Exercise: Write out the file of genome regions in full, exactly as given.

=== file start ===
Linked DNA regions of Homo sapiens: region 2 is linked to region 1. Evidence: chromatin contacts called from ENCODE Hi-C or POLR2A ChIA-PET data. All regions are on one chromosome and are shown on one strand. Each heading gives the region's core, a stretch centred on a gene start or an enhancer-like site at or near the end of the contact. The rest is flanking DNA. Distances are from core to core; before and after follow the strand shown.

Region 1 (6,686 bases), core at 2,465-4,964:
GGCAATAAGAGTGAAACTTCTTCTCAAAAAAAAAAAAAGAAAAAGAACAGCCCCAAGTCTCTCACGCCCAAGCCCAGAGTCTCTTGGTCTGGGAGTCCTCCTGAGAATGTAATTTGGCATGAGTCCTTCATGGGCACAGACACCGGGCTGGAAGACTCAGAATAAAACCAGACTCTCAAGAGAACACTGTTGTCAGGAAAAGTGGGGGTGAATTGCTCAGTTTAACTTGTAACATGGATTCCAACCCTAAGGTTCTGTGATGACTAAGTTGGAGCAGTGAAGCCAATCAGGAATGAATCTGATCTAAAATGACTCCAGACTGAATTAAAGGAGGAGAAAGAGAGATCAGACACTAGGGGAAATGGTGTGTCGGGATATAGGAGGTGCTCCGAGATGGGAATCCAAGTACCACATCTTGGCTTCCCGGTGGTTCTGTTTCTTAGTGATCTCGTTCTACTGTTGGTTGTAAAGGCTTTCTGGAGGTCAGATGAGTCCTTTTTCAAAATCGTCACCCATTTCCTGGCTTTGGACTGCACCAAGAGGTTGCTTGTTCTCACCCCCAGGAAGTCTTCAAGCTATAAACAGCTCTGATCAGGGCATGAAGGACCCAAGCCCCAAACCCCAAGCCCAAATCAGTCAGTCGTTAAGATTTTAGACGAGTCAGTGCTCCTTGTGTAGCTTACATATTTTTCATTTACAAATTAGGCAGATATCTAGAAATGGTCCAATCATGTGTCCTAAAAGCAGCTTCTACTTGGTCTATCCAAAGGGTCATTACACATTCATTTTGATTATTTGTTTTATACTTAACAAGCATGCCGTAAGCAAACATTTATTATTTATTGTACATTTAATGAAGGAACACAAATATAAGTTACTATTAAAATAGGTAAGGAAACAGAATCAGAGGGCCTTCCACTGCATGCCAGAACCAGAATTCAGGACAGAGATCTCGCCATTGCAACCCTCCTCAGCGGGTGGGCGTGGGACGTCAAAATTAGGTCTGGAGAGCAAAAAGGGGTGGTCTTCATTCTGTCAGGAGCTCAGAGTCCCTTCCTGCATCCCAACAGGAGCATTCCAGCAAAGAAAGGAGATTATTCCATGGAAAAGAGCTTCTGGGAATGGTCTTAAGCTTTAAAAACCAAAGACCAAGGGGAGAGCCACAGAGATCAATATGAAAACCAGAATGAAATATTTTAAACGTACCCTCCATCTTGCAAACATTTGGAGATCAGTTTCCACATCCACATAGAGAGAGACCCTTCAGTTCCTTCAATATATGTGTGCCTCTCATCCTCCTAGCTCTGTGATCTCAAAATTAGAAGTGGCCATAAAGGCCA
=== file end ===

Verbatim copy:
Linked DNA regions of Homo sapiens: region 2 is linked to region 1. Evidence: chromatin contacts called from ENCODE Hi-C or POLR2A ChIA-PET data. All regions are on one chromosome and are shown on one strand. Each heading gives the region's core, a stretch centred on a gene start or an enhancer-like site at or near the end of the contact. The rest is flanking DNA. Distances are from core to core; before and after follow the strand shown.

Region 1 (6,686 bases), core at 2,465-4,964:
GGCAATAAGAGTGAAACTTCTTCTCAAAAAAAAAAAAAGAAAAAGAACAGCCCCAAGTCTCTCACGCCCAAGCCCAGAGTCTCTTGGTCTGGGAGTCCTCCTGAGAATGTAATTTGGCATGAGTCCTTCATGGGCACAGACACCGGGCTGGAAGACTCAGAATAAAACCAGACTCTCAAGAGAACACTGTTGTCAGGAAAAGTGGGGGTGAATTGCTCAGTTTAACTTGTAACATGGATTCCAACCCTAAGGTTCTGTGATGACTAAGTTGGAGCAGTGAAGCCAATCAGGAATGAATCTGATCTAAAATGACTCCAGACTGAATTAAAGGAGGAGAAAGAGAGATCAGACACTAGGGGAAATGGTGTGTCGGGATATAGGAGGTGCTCCGAGATGGGAATCCAAGTACCACATCTTGGCTTCCCGGTGGTTCTGTTTCTTAGTGATCTCGTTCTACTGTTGGTTGTAAAGGCTTTCTGGAGGTCAGATGAGTCCTTTTTCAAAATCGTCACCCATTTCCTGGCTTTGGACTGCACCAAGAGGTTGCTTGTTCTCACCCCCAGGAAGTCTTCAAGCTATAAACAGCTCTGATCAGGGCATGAAGGACCCAAGCCCCAAACCCCAAGCCCAAATCAGTCAGTCGTTAAGATTTTAGACGAGTCAGTGCTCCTTGTGTAGCTTACATATTTTTCATTTACAAATTAGGCAGATATCTAGAAATGGTCCAATCATGTGTCCTAAAAGCAGCTTCTACTTGGTCTATCCAAAGGGTCATTACACATTCATTTTGATTATTTGTTTTATACTTAACAAGCATGCCGTAAGCAAACATTTATTATTTATTGTACATTTAATGAAGGAACACAAATATAAGTTACTATTAAAATAGGTAAGGAAACAGAATCAGAGGGCCTTCCACTGCATGCCAGAACCAGAATTCAGGACAGAGATCTCGCCATTGCAACCCTCCTCAGCGGGTGGGCGTGGGACGTCAAAATTAGGTCTGGAGAGCAAAAAGGGGTGGTCTTCATTCTGTCAGGAGCTCAGAGTCCCTTCCTGCATCCCAACAGGAGCATTCCAGCAAAGAAAGGAGATTATTCCATGGAAAAGAGCTTCTGGGAATGGTCTTAAGCTTTAAAAACCAAAGACCAAGGGGAGAGCCACAGAGATCAATATGAAAACCAGAATGAAATATTTTAAACGTACCCTCCATCTTGCAAACATTTGGAGATCAGTTTCCACATCCACATAGAGAGAGACCCTTCAGTTCCTTCAATATATGTGTGCCTCTCATCCTCCTAGCTCTGTGATCTCAAAATTAGAAGTGGCCATAAAGGCCA